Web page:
In conclusion, significant differences exist in the clinical and imaging features between intra- and extraarticular OO. IAOO present a diagnostic challenge and often they are misdiagnosed. Surgeons must be aware that in such cases careful approach with the use of the right diagnostic tools has to be enabled in order to avoid delays in the diagnosis and treatment. Finally, especially in these cases, minimally invasive techniques can fail in significant percentage and then surgical excision with histological confirmation remains the definitive treatment of choice.

Consent

Written informed consent was obtained from the patient for publication of this case report and accompanying images. A copy of the written consent is available for review by the journal's Editor-in-Chief.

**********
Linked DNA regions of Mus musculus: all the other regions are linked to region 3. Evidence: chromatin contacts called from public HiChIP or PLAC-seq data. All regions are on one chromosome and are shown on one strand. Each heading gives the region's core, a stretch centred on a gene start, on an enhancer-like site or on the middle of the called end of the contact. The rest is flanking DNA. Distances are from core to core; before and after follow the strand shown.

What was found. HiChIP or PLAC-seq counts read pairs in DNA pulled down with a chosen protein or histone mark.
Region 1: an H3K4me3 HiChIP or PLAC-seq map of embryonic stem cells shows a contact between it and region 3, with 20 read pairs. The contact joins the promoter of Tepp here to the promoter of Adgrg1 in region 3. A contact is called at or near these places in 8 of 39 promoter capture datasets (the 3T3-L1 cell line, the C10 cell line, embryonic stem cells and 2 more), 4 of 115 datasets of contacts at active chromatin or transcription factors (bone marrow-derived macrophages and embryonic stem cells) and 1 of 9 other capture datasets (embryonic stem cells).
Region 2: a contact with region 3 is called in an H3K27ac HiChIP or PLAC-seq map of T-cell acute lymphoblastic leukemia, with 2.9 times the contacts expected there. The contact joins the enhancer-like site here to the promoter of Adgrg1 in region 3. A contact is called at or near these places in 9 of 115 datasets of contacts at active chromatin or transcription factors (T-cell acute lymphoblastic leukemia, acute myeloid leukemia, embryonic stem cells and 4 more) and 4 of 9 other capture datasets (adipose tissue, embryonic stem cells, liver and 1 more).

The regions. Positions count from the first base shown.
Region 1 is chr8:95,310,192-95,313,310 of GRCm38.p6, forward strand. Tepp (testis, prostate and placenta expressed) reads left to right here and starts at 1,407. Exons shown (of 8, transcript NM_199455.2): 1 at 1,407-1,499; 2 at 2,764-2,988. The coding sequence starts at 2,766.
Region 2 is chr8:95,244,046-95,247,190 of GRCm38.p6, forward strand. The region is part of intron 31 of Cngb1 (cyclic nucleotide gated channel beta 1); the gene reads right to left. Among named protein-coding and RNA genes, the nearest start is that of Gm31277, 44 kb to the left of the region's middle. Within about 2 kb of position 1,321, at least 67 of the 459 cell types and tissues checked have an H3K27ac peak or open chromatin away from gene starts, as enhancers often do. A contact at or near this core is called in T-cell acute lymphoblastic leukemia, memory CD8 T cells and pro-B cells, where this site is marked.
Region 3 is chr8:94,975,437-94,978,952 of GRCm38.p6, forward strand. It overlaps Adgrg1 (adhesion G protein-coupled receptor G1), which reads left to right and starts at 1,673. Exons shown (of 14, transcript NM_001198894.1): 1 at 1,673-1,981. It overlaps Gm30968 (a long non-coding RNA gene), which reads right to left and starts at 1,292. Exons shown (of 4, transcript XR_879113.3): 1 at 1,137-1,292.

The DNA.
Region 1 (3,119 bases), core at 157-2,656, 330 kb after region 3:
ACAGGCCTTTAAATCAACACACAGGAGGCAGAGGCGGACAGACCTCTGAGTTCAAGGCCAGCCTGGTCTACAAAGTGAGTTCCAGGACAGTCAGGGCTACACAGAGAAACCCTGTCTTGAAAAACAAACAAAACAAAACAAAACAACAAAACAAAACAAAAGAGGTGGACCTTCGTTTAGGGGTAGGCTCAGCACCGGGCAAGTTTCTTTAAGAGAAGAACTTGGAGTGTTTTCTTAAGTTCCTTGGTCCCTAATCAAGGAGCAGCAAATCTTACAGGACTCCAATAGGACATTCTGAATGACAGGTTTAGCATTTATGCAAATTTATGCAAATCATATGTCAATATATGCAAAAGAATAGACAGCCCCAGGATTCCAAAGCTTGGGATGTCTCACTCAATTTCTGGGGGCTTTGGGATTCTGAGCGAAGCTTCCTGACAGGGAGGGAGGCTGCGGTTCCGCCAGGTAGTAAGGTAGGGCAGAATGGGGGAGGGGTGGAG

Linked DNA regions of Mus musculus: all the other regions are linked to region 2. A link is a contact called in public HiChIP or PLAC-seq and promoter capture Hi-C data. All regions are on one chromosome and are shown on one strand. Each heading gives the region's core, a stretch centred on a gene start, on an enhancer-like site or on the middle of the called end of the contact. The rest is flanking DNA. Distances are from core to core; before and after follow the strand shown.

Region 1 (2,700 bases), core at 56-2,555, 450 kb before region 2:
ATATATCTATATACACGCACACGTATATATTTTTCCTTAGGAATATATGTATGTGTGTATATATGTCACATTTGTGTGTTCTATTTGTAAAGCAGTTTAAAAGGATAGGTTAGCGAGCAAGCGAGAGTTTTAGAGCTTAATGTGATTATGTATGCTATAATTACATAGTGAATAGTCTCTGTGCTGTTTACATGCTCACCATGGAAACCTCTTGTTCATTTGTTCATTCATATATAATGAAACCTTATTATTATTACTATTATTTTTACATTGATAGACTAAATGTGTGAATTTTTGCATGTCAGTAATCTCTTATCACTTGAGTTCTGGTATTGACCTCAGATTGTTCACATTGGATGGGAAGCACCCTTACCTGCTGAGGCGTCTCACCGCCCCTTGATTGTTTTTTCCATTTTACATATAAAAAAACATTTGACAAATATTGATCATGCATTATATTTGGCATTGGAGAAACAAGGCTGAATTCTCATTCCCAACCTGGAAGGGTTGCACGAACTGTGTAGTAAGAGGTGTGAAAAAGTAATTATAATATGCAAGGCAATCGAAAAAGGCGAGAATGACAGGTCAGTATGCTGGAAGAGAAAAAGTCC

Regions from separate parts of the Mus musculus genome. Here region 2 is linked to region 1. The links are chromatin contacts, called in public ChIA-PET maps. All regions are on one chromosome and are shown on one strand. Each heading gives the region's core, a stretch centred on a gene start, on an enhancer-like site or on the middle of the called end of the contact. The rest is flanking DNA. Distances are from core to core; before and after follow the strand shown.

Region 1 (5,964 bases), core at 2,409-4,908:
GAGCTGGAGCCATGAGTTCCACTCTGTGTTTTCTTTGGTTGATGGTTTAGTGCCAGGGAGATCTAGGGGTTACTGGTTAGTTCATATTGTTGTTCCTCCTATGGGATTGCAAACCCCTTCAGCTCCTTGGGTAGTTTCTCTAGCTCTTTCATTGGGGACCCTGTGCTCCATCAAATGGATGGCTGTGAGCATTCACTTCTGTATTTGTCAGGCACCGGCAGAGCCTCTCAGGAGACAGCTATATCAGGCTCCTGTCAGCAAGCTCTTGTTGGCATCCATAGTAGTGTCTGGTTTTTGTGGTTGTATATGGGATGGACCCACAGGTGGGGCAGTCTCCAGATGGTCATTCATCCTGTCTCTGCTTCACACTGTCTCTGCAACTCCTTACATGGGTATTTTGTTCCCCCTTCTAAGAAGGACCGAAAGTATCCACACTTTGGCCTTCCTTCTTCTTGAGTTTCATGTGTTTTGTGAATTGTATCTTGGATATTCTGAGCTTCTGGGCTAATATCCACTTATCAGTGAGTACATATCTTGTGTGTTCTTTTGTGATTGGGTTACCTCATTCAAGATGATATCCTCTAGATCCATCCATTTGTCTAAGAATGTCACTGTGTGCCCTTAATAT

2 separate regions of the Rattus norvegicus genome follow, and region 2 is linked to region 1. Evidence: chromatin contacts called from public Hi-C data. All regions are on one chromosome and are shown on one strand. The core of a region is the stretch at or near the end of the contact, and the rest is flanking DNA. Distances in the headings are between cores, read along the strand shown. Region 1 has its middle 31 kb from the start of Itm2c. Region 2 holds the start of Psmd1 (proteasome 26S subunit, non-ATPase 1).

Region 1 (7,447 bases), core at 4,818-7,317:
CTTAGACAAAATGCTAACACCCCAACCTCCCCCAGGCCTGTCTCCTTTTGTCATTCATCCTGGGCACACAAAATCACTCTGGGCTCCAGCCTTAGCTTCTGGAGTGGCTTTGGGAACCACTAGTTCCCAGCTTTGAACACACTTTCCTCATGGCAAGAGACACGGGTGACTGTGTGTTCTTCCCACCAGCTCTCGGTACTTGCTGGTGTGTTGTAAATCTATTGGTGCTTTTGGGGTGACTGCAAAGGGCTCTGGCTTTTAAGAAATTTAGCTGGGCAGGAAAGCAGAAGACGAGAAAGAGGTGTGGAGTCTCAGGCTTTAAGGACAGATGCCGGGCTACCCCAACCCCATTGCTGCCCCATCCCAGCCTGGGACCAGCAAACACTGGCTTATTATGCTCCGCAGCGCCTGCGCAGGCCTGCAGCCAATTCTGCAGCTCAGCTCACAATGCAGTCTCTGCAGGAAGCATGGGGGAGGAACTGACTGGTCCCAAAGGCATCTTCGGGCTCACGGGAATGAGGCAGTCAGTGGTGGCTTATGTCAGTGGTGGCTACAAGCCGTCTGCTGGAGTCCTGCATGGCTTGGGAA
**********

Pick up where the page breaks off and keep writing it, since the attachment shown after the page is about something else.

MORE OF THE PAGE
Abbreviations

CT: 

computed tomography

IAOO: 

intraarticular osteoid osteoma

NSAIDs: 

Non-steroidal anti-inflammatory drugs

OO: 

osteoid osteoma

RF: 

radiofrequency.

Declarations

Authors’ Affiliations

(1)
2nd Orthopaedic Department, Athens University, Konstantopoulion "Agia Olga" General Hospital
(2)
1st Orthopaedic Department, Athens University, Konstantopoulion "Agia Olga" General Hospital

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Copyright

© licensee BioMed Central Ltd. 2009

This article is published under license to BioMed Central Ltd. This is an Open Access article distributed under the terms of the Creative Commons Attribution License (http://creativecommons.org/licenses/by/3.0), which permits unrestricted use, distribution, and reproduction in any medium, provided the original work is properly cited.